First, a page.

How do I know if I have a good idea?
The starting point for the Barclays Take One Small Step Competition is an idea, but how do you know if your idea has what it takes, and how do you know if your idea will be successful? The answer is to do some research and development.
The first step is to investigate the validity of your idea, and one of the best ways to do this is to produce an 'elevator pitch'. Try and get the essence of your idea into a one-minute speech, then when you're happy with the pitch take it out and present it to friends, family and your target audience. As entrepreneur and business author Emma Jones of Enterprise Nation points out: 'When people hear about your idea and then ask how or where they can buy it, then you know you have a good idea.'
The next stage is to build and develop the idea. Ask yourself: has someone already filled the gap that you're aiming at, and, if so, what makes your idea new and exciting? What are the barriers involved in making the idea work? Who will be the target market for your idea and how will you market the idea to this audience? But don't expect this to be an overnight process, as Emma says: 'Business ideas develop over time. Ask for feedback from potential customers and use this to refine your idea.'
Identify your strengths and vulnerabilities
A helpful process is to brainstorm the idea further and to create a SWOT analysis of the idea, where you look in detail at your business ideas' Strengths, Weaknesses, Opportunities and Threats (SWOT). Think about what is unique about your product or service compared to a competitor's product or the ability of a competitor to create a similar business. Also consider the opportunities and threats for your idea or business. For example, can you scale the product to franchise it to other markets? What if a newer, better product comes onto the market?
By the end of this process you should have a much better idea of how your product will perform in the real world – meaning it's now time to do some research into funding your venture.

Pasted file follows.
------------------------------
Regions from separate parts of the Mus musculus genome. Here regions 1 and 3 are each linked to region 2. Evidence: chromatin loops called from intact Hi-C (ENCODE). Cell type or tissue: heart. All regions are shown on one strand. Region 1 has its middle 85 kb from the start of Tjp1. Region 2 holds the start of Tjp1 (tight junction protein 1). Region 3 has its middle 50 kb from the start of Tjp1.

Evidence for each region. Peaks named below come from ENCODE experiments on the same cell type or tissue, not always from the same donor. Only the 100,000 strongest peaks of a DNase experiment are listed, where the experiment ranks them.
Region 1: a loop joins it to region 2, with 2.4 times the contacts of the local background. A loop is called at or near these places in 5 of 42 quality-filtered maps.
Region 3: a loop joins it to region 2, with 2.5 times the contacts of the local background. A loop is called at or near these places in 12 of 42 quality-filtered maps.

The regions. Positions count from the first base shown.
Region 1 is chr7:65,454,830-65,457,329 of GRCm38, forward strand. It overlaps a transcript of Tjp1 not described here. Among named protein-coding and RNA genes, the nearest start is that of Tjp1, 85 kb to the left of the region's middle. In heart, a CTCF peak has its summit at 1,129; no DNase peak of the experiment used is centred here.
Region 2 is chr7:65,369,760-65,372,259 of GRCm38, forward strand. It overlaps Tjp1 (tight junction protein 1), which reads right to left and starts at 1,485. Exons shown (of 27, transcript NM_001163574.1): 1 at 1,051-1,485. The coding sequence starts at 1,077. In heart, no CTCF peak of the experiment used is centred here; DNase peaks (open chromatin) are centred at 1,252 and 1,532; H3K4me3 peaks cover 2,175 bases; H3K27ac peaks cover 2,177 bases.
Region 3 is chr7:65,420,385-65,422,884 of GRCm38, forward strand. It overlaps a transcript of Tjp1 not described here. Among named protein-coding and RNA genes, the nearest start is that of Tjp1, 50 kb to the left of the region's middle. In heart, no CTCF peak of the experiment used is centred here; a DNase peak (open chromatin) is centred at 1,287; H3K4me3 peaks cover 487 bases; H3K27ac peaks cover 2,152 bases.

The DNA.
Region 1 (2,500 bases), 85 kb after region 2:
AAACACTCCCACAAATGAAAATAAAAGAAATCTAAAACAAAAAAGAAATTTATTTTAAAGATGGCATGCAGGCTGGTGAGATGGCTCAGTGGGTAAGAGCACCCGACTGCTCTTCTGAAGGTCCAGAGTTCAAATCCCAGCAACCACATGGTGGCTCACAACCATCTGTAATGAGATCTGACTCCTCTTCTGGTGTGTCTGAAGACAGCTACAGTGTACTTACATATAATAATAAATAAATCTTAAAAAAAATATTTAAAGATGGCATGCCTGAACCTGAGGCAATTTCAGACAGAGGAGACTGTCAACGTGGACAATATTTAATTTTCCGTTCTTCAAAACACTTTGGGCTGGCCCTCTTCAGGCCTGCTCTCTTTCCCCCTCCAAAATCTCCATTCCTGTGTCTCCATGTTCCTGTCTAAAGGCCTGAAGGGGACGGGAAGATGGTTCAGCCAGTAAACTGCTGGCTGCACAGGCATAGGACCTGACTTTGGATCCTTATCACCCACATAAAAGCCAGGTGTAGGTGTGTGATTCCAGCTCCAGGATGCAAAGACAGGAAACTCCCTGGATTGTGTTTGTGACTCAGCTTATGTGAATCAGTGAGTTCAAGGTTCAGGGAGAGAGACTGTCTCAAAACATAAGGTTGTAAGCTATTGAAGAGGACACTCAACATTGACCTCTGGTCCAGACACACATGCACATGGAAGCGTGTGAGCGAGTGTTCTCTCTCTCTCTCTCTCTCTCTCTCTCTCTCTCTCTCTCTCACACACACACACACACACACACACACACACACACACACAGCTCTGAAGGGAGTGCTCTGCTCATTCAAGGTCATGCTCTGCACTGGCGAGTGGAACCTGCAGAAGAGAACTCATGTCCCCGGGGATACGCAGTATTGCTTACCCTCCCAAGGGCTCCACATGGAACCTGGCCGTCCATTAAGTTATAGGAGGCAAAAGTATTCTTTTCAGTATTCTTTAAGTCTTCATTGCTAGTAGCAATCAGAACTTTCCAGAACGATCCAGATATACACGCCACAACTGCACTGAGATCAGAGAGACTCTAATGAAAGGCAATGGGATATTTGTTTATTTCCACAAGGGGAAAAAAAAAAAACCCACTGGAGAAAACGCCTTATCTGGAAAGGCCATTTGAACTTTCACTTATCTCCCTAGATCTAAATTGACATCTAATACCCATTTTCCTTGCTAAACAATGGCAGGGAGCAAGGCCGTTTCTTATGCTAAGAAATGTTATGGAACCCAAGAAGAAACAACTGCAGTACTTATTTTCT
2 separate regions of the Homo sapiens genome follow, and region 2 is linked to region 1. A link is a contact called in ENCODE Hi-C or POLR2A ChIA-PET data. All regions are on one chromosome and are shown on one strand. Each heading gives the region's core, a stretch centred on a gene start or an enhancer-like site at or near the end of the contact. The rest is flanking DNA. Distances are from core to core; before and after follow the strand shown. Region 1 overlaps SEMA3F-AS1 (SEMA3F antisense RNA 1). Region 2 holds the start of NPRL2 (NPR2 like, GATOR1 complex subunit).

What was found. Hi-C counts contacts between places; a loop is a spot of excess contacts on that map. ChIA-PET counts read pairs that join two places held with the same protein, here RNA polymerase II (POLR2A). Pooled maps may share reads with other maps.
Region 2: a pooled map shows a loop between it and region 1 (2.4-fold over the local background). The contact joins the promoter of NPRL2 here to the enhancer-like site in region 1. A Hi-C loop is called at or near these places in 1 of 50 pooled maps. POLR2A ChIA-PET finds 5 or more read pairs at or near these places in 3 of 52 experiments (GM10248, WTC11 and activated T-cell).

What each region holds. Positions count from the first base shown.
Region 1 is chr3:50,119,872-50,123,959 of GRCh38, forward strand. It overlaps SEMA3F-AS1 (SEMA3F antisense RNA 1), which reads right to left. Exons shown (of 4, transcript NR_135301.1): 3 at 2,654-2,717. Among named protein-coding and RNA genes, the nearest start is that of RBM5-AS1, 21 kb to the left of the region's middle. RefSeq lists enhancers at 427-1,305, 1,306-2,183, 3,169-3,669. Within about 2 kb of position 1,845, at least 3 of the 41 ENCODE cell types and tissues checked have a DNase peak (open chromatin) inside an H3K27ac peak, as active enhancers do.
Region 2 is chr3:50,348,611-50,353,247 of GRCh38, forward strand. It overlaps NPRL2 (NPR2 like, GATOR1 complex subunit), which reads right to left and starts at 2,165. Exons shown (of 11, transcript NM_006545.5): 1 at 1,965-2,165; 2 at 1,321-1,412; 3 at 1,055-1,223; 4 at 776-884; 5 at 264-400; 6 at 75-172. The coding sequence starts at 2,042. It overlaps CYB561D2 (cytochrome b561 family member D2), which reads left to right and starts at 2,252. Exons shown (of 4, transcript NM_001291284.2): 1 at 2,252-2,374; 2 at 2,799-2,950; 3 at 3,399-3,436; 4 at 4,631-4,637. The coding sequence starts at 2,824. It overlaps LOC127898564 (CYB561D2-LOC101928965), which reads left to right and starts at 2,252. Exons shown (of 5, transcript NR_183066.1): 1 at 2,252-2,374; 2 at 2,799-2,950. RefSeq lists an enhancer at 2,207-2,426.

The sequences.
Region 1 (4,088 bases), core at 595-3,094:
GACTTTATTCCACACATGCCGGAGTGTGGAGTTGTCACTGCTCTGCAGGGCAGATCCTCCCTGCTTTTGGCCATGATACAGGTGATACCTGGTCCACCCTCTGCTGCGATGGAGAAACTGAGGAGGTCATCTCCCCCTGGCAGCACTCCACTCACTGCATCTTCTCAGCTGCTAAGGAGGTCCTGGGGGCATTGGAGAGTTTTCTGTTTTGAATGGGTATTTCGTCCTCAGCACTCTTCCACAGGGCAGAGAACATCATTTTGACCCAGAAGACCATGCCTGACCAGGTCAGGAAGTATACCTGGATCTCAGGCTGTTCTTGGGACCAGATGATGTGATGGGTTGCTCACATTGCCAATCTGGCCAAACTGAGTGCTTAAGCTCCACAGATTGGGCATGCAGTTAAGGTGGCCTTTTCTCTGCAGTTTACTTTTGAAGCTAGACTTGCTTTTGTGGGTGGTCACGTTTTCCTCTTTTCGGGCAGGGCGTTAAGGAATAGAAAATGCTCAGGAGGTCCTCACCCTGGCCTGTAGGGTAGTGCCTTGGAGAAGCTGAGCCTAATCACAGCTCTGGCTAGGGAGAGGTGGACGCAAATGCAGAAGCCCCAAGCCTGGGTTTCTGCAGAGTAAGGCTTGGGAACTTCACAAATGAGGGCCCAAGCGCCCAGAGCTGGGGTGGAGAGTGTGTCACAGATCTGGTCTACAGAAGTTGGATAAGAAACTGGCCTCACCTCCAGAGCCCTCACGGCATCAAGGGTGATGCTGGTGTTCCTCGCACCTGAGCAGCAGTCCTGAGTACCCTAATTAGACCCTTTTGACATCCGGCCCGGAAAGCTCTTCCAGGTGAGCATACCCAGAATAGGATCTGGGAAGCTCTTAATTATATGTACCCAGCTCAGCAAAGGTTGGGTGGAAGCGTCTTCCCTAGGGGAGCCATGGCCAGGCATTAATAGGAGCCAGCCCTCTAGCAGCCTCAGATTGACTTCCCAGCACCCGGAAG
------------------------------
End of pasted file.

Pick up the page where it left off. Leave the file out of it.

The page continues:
Finance needn't be the hardest hurdle to jump in starting and growing a business. Emma recommends that whether you are seeking finance from a third party or friends and family, you are well prepared: 'If you can prove there are customers willing to buy your idea, there's a strong likelihood you will be able to raise funds.'
The important thing about funding and investment is knowing your product or idea and how much it's worth in today's marketplace. How much are your competitors selling their products for? Are you undercutting them or is your idea more expensive? You need to be able to answer these questions if you're going to secure investment. It is also wise to be ahead of the game and know how any potential funding will be spent and what difference this will make to the way the business idea is developed.
Research and development
Lastly, many businesses think research and development (R&D) is something you do at the beginning, but it's something that Emma recommends you continue to do throughout: 'You should never stop your research, always try to stay informed of changing customer needs, new products/services from competitors, and market trends.'
Find out how other successful entrepreneurs launched their successful businesses. Read about chocolate entrepreneur Claire Burnet and discover how Simon Duffy's Bulldog natural grooming is grabbing shelf space from the big global brands.